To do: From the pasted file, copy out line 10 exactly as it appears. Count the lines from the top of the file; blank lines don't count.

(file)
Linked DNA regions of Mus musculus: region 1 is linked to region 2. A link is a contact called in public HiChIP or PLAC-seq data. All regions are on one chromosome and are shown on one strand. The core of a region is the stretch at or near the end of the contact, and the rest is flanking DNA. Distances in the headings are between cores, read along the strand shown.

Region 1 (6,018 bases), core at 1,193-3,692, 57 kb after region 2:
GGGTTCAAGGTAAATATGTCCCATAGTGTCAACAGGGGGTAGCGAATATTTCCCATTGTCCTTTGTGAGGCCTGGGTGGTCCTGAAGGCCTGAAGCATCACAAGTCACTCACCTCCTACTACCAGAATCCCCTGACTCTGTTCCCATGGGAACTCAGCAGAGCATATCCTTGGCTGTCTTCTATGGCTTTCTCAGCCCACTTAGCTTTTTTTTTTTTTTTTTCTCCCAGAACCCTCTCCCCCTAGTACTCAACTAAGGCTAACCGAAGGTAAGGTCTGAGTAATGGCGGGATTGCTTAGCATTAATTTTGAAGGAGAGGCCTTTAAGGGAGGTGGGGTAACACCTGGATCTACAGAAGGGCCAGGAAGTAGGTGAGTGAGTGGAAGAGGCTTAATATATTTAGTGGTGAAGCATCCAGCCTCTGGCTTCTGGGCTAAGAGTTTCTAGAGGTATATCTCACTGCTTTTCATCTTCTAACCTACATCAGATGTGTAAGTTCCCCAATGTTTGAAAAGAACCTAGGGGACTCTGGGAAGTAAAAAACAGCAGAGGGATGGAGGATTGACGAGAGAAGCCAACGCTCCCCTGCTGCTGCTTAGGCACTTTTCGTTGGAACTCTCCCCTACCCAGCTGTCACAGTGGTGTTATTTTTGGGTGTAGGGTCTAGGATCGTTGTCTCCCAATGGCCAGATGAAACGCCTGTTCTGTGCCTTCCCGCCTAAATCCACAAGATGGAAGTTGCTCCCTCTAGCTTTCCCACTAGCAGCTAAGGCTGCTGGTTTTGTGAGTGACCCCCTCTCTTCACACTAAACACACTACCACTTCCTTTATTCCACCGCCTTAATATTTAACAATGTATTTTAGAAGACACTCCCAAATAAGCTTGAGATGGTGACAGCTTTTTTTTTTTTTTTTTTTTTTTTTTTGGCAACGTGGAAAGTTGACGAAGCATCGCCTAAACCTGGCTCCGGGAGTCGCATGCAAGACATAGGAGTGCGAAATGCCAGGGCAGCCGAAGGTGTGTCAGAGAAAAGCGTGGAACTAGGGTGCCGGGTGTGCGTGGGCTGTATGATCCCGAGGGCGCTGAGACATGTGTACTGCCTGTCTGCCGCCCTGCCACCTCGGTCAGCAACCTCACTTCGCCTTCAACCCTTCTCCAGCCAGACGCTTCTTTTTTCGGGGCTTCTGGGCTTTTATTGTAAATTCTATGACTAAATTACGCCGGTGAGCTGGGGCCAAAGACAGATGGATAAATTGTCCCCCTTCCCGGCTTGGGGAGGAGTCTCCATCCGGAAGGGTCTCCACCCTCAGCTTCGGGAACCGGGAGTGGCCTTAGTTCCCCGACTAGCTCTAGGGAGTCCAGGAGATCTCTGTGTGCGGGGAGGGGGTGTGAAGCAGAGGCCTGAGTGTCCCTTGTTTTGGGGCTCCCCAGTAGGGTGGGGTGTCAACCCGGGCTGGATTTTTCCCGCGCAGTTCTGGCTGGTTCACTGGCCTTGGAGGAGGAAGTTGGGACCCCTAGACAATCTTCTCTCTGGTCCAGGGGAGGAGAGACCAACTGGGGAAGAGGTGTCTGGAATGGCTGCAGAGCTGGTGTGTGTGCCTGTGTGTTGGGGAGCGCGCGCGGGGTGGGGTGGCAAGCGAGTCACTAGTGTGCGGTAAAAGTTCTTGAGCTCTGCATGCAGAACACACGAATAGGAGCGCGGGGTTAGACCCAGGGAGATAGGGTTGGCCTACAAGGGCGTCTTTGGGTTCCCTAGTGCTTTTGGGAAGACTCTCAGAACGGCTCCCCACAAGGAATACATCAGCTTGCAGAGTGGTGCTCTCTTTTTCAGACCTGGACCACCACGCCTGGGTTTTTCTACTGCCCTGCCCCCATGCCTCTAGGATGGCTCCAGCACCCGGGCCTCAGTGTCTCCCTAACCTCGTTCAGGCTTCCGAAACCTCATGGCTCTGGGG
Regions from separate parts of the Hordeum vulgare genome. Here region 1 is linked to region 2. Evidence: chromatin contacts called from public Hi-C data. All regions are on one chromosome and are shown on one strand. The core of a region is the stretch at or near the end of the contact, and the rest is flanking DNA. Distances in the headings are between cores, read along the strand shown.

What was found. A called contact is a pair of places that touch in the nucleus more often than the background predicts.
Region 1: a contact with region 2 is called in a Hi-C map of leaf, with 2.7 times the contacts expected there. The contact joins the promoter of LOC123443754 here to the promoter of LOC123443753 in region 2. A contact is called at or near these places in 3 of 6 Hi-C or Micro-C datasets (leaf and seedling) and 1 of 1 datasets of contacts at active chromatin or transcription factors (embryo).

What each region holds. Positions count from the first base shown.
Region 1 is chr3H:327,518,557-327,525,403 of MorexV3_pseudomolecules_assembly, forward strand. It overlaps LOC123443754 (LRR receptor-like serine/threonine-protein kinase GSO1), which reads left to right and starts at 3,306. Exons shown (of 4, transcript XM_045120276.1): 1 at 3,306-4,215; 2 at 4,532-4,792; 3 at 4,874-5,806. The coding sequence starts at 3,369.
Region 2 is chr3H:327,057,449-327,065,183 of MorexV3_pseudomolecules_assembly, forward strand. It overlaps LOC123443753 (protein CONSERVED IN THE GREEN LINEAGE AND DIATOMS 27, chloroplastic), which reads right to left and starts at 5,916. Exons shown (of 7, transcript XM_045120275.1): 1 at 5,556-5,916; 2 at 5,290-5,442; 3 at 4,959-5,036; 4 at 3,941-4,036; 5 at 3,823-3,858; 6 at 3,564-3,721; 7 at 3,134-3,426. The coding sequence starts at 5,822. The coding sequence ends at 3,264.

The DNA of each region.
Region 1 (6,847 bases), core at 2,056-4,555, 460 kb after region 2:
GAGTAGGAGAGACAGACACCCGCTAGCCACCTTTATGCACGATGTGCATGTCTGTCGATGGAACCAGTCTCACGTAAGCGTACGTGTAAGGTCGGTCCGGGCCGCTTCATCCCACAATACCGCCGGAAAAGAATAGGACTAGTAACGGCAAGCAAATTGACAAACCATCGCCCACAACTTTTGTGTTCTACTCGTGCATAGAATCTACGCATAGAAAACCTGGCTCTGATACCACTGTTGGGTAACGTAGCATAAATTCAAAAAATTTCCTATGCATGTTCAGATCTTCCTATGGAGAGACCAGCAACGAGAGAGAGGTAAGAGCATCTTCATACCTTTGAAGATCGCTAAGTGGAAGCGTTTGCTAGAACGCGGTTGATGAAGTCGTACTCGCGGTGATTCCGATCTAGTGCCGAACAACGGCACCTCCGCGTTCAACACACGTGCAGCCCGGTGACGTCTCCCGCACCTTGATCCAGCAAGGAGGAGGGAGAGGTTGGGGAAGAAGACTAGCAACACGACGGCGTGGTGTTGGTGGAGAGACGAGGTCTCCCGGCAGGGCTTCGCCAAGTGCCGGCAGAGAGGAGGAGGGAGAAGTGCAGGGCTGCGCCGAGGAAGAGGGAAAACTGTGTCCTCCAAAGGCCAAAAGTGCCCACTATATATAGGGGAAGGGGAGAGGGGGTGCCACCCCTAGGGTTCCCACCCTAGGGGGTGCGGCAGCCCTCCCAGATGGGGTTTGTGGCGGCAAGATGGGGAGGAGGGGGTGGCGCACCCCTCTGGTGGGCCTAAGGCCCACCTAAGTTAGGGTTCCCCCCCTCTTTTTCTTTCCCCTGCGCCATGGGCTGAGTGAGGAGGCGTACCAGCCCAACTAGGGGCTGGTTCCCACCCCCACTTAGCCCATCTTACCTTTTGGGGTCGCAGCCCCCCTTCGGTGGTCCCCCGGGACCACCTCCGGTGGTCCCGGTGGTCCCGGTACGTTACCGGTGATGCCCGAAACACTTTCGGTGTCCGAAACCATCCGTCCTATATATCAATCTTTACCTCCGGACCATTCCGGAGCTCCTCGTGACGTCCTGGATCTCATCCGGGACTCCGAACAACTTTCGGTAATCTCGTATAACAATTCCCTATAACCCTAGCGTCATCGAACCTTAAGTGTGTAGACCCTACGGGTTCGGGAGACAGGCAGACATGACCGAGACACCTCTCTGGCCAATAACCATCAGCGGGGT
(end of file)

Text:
The DNA of each region.